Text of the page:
When sin is doing its unraveling work, we tend to want to shy away from confession. We are embarrassed or ashamed. We feel like we’ve failed, etc. But that is all the more reason to run to confession. I don’t wait until I’m well to go to my doctor!
The noise of our thoughts is its own battle. Many things produce them. There are psychological or biochemical conditions that create very noisy brains (here I think of Attention Deficit Disorder – very noisy!). Our spiritual struggles can be quite relative. I have a friend with ADD, who once, visiting with me in a monastery where the Jesus Prayer was done in a common service, for 2 and a half hours continuously, told me after the service, “I could only pay attention for about 45 minutes…and then got up and went outside.” 45 minutes was actually quite an accomplishment for this person – far more than they knew.
It sounds to me like you’re doing the right things…sharing…helping, etc. They don’t immediately make us “think like a Christian.” But they have a long-term effect. Thus the Scripture is always counseling patience. The older I get, the more obvious it seems to me that I should have been more patient over the years.
Albert, as Fr Stephen has wisely shared above, our thoughts are often evidence of this unraveling nature of ours. It is good to hear that you are aware of your thoughts. That’s an extremely important step.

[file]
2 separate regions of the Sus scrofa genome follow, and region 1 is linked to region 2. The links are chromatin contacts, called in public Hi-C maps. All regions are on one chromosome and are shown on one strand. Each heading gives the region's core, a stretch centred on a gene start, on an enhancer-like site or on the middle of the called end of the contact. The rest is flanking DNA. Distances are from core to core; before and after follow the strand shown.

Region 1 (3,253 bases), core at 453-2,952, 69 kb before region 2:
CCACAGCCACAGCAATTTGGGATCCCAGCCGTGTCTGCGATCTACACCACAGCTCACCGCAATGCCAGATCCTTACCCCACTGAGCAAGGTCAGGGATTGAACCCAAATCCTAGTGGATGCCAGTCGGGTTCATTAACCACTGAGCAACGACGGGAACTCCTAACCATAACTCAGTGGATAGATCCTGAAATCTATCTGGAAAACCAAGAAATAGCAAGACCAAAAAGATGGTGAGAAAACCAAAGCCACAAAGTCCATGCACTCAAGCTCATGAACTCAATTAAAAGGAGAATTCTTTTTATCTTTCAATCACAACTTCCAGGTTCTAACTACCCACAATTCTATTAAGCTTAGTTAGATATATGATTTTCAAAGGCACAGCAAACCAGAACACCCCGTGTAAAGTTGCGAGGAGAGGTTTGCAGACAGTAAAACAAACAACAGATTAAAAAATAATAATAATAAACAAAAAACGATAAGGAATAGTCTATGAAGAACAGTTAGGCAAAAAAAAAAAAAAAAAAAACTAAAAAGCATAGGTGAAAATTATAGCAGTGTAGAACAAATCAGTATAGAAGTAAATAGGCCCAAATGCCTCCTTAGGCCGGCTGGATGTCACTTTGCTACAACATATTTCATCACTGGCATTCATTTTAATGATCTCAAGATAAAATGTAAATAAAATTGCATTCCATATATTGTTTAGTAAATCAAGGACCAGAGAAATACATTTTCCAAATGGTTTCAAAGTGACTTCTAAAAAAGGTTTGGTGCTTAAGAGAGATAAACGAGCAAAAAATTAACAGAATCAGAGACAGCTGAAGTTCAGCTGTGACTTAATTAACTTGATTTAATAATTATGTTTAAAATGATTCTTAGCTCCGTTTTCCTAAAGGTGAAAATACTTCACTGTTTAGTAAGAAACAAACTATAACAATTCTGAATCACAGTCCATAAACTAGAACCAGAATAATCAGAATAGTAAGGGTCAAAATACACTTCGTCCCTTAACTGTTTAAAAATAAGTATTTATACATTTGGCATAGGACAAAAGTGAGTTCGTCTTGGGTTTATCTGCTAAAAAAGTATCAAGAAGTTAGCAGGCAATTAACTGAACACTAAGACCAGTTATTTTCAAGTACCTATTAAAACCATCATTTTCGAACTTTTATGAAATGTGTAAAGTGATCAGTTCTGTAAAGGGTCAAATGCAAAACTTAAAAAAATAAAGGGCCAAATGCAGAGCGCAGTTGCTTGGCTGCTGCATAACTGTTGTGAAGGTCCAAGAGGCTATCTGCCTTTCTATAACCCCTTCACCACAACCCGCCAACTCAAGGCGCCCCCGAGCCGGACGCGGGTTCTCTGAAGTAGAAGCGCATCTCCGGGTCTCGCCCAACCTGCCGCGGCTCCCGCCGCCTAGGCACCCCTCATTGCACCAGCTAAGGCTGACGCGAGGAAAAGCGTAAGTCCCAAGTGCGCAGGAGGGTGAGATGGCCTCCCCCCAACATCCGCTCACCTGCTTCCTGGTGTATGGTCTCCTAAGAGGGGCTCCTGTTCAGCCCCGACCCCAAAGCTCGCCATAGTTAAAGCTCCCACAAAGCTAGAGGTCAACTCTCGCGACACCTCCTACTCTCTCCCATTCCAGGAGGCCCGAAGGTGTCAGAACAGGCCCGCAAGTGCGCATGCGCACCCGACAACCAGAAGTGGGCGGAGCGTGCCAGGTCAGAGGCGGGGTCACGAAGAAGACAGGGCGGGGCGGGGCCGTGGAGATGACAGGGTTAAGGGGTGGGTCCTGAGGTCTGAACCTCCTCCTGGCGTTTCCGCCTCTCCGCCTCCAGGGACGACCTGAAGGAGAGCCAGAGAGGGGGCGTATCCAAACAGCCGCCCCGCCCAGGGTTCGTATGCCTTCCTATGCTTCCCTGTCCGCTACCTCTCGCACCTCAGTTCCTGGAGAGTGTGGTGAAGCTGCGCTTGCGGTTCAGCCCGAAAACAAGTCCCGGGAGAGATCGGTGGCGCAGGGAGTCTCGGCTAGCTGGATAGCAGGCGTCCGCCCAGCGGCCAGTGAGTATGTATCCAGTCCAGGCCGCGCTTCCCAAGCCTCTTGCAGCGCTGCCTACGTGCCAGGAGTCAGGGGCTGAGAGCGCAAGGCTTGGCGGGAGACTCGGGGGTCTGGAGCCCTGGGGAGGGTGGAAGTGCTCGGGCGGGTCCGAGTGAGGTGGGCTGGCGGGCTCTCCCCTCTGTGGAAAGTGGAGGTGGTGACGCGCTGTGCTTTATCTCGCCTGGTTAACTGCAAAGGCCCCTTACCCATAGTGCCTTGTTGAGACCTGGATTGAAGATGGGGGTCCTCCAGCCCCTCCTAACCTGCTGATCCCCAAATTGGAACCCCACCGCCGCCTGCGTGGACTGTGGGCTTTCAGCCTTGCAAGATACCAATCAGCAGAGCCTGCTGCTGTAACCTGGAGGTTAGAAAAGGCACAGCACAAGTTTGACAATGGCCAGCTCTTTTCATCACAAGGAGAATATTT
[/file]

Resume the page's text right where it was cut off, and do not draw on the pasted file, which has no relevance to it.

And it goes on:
Something that has helped and continues to help me significantly is the Jesus Prayer. I have joked around that I feel like I have a perpetual Sponge Bob in my brain throwing thoughts at me at a million miles an hour. However, communing with God in a very intentional manner through prayer throughout the day has done a lot to put my mind at peace.
Lastly, this being “transformed by the renewal of your mind” is a process. I wanted to throw my hands up and say, “This is too much!” many times after joining the Church. The fact that we’re aware of our struggle shows evidence that we are already in the process of transformation.
I love this: “frequent confession is not nearly so much about getting legally clean, it’s about checking in, revealing ourselves to God and our confessor.” Thank you!
Father Thomas Hopko said something similar to your title here: Not just to speak the truth but to “Do the truth in love.”
PS I put my full name because there is another Jane who comments on this blog
Amor ergo sum (probably misspelled)
Very helpful reflection (and comment to Albert). Thank you, Father!
Paul, I’ve read in more than one place that one of the best treatments for mild to moderate depression is exercise. (More severe forms typically also need medical intervention.)
Lina, John 7:17 was key for me, too, in my understanding of how Scripture becomes intelligible to us.
Sorry about the digression.. But Father, do you have favorites that u recommend from St. Symeon the new theologian and st. Maximus the confessor ?
St Symeon the New Theologian is sublime and so poetic; he is very very easy to misunderstand, especially since he is speaking from the high summit of a lover who sees Love Himself – face to face in the Uncreated Light…
I do not know of any translations in English that do the original justice – especially since it is in the form of poetry. I do particularly love this one (my own rendering in English):
On the subject of “sin” vs “sins”:
These are more easily distinguished in Greek, where we have the words ἁμαρτία and ἁμάρτημα. The latter is something one does, while the former is what afflicts them.